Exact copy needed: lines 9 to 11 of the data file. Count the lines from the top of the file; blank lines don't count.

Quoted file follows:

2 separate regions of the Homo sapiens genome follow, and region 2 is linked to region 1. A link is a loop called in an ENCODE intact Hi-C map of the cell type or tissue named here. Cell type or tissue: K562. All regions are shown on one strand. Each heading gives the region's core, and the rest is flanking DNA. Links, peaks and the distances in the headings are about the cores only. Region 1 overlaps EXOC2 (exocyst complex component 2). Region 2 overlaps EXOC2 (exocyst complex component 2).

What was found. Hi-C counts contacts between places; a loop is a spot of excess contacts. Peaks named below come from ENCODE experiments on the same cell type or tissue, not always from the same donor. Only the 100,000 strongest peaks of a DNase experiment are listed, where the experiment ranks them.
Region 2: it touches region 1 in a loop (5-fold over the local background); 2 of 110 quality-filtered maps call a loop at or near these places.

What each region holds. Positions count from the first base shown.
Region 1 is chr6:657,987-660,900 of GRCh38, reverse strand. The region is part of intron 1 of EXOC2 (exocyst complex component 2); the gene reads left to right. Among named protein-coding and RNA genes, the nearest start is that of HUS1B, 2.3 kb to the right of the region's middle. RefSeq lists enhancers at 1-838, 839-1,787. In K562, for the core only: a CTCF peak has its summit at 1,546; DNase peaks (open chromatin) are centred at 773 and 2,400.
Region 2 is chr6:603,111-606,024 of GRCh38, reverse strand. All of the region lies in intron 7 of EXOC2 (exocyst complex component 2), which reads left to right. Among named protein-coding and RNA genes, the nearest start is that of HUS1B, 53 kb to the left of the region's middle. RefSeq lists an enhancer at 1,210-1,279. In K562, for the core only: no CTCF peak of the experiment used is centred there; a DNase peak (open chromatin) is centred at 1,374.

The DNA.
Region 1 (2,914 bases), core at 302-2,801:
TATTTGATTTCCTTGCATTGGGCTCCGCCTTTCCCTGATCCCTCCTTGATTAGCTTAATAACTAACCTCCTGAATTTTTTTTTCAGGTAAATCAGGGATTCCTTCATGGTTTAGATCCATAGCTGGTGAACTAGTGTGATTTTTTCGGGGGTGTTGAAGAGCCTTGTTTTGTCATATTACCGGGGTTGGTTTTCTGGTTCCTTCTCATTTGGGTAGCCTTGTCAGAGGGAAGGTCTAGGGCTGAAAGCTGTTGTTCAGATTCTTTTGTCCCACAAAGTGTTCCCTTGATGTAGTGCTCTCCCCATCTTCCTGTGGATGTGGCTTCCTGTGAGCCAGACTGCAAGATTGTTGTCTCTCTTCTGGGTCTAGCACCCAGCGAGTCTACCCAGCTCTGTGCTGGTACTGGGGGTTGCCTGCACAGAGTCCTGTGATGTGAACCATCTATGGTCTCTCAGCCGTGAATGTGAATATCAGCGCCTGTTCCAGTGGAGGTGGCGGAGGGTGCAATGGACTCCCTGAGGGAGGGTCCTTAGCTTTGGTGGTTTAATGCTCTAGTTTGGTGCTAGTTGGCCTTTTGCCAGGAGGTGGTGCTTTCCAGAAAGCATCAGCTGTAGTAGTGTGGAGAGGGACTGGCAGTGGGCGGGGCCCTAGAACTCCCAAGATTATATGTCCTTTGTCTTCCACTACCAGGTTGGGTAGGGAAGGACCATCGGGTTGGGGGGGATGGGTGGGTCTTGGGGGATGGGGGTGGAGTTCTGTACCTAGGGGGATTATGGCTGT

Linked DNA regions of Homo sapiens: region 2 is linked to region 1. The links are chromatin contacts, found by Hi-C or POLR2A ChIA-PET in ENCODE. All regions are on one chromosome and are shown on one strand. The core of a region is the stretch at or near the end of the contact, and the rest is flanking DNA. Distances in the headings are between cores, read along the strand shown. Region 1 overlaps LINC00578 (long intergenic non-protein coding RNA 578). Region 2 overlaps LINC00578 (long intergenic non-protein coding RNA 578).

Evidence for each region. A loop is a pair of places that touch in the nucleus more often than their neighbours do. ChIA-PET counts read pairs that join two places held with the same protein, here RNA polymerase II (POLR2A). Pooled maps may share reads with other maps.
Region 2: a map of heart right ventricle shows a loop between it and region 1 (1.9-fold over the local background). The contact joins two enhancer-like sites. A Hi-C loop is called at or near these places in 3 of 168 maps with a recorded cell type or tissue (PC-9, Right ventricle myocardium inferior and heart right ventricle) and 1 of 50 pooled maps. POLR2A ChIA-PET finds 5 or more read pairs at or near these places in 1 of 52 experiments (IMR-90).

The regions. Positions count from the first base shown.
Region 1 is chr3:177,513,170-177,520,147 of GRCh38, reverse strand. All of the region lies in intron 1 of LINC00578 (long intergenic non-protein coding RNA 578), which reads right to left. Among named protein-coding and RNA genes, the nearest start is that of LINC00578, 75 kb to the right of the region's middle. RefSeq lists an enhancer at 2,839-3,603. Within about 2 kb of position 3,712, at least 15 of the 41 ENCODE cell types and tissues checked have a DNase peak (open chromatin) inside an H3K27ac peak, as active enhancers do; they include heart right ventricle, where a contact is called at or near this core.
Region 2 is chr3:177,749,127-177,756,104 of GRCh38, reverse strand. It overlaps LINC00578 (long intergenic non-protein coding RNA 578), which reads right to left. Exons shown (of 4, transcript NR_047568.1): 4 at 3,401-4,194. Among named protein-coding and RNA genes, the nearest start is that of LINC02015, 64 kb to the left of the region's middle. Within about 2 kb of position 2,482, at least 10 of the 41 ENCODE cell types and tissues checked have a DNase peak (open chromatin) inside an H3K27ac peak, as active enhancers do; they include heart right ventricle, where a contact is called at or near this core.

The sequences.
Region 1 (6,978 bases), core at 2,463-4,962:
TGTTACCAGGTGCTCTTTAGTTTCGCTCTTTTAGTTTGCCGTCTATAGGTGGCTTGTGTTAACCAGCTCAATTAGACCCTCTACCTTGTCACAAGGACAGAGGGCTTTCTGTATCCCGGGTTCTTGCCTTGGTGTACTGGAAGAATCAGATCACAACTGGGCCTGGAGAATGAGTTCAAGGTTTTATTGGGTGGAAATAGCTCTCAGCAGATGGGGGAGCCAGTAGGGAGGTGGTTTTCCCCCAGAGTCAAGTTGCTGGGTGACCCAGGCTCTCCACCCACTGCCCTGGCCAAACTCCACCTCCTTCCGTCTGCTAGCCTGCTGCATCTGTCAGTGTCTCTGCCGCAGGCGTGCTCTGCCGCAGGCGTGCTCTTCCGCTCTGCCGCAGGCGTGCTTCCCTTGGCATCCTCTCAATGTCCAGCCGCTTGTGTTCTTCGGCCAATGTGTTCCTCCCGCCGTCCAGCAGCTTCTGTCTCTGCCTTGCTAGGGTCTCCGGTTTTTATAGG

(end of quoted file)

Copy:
TATTTGATTTCCTTGCATTGGGCTCCGCCTTTCCCTGATCCCTCCTTGATTAGCTTAATAACTAACCTCCTGAATTTTTTTTTCAGGTAAATCAGGGATTCCTTCATGGTTTAGATCCATAGCTGGTGAACTAGTGTGATTTTTTCGGGGGTGTTGAAGAGCCTTGTTTTGTCATATTACCGGGGTTGGTTTTCTGGTTCCTTCTCATTTGGGTAGCCTTGTCAGAGGGAAGGTCTAGGGCTGAAAGCTGTTGTTCAGATTCTTTTGTCCCACAAAGTGTTCCCTTGATGTAGTGCTCTCCCCATCTTCCTGTGGATGTGGCTTCCTGTGAGCCAGACTGCAAGATTGTTGTCTCTCTTCTGGGTCTAGCACCCAGCGAGTCTACCCAGCTCTGTGCTGGTACTGGGGGTTGCCTGCACAGAGTCCTGTGATGTGAACCATCTATGGTCTCTCAGCCGTGAATGTGAATATCAGCGCCTGTTCCAGTGGAGGTGGCGGAGGGTGCAATGGACTCCCTGAGGGAGGGTCCTTAGCTTTGGTGGTTTAATGCTCTAGTTTGGTGCTAGTTGGCCTTTTGCCAGGAGGTGGTGCTTTCCAGAAAGCATCAGCTGTAGTAGTGTGGAGAGGGACTGGCAGTGGGCGGGGCCCTAGAACTCCCAAGATTATATGTCCTTTGTCTTCCACTACCAGGTTGGGTAGGGAAGGACCATCGGGTTGGGGGGGATGGGTGGGTCTTGGGGGATGGGGGTGGAGTTCTGTACCTAGGGGGATTATGGCTGT

Linked DNA regions of Homo sapiens: region 2 is linked to region 1. The links are chromatin contacts, found by Hi-C or POLR2A ChIA-PET in ENCODE. All regions are on one chromosome and are shown on one strand. The core of a region is the stretch at or near the end of the contact, and the rest is flanking DNA. Distances in the headings are between cores, read along the strand shown. Region 1 overlaps LINC00578 (long intergenic non-protein coding RNA 578). Region 2 overlaps LINC00578 (long intergenic non-protein coding RNA 578).

Evidence for each region. A loop is a pair of places that touch in the nucleus more often than their neighbours do. ChIA-PET counts read pairs that join two places held with the same protein, here RNA polymerase II (POLR2A). Pooled maps may share reads with other maps.